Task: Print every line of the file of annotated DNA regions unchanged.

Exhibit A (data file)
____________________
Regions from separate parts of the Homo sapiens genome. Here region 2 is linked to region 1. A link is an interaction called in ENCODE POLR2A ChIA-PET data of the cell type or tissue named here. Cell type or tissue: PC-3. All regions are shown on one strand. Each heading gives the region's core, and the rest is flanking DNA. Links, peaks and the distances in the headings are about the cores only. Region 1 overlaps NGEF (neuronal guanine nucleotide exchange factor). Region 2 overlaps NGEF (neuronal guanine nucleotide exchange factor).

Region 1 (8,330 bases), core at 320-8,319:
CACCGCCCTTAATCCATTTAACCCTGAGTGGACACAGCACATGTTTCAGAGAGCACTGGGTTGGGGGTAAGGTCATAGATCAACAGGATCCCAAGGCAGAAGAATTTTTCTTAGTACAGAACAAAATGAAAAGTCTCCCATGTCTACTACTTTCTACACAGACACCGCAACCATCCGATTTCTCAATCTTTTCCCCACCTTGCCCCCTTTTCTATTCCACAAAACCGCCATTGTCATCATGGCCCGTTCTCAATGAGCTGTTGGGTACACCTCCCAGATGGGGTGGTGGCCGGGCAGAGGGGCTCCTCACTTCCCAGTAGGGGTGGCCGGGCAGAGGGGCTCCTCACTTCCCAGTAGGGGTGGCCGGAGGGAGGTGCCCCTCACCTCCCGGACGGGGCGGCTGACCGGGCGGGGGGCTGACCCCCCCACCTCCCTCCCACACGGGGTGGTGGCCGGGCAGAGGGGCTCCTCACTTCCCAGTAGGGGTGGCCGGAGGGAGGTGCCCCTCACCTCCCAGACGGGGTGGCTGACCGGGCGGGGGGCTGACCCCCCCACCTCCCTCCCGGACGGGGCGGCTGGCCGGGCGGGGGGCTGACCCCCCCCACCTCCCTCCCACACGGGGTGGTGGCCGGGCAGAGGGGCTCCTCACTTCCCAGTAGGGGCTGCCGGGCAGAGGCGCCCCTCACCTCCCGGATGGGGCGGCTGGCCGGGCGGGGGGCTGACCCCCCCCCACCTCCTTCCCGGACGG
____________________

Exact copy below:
Regions from separate parts of the Homo sapiens genome. Here region 2 is linked to region 1. A link is an interaction called in ENCODE POLR2A ChIA-PET data of the cell type or tissue named here. Cell type or tissue: PC-3. All regions are shown on one strand. Each heading gives the region's core, and the rest is flanking DNA. Links, peaks and the distances in the headings are about the cores only. Region 1 overlaps NGEF (neuronal guanine nucleotide exchange factor). Region 2 overlaps NGEF (neuronal guanine nucleotide exchange factor).

Region 1 (8,330 bases), core at 320-8,319:
CACCGCCCTTAATCCATTTAACCCTGAGTGGACACAGCACATGTTTCAGAGAGCACTGGGTTGGGGGTAAGGTCATAGATCAACAGGATCCCAAGGCAGAAGAATTTTTCTTAGTACAGAACAAAATGAAAAGTCTCCCATGTCTACTACTTTCTACACAGACACCGCAACCATCCGATTTCTCAATCTTTTCCCCACCTTGCCCCCTTTTCTATTCCACAAAACCGCCATTGTCATCATGGCCCGTTCTCAATGAGCTGTTGGGTACACCTCCCAGATGGGGTGGTGGCCGGGCAGAGGGGCTCCTCACTTCCCAGTAGGGGTGGCCGGGCAGAGGGGCTCCTCACTTCCCAGTAGGGGTGGCCGGAGGGAGGTGCCCCTCACCTCCCGGACGGGGCGGCTGACCGGGCGGGGGGCTGACCCCCCCACCTCCCTCCCACACGGGGTGGTGGCCGGGCAGAGGGGCTCCTCACTTCCCAGTAGGGGTGGCCGGAGGGAGGTGCCCCTCACCTCCCAGACGGGGTGGCTGACCGGGCGGGGGGCTGACCCCCCCACCTCCCTCCCGGACGGGGCGGCTGGCCGGGCGGGGGGCTGACCCCCCCCACCTCCCTCCCACACGGGGTGGTGGCCGGGCAGAGGGGCTCCTCACTTCCCAGTAGGGGCTGCCGGGCAGAGGCGCCCCTCACCTCCCGGATGGGGCGGCTGGCCGGGCGGGGGGCTGACCCCCCCCCACCTCCTTCCCGGACGG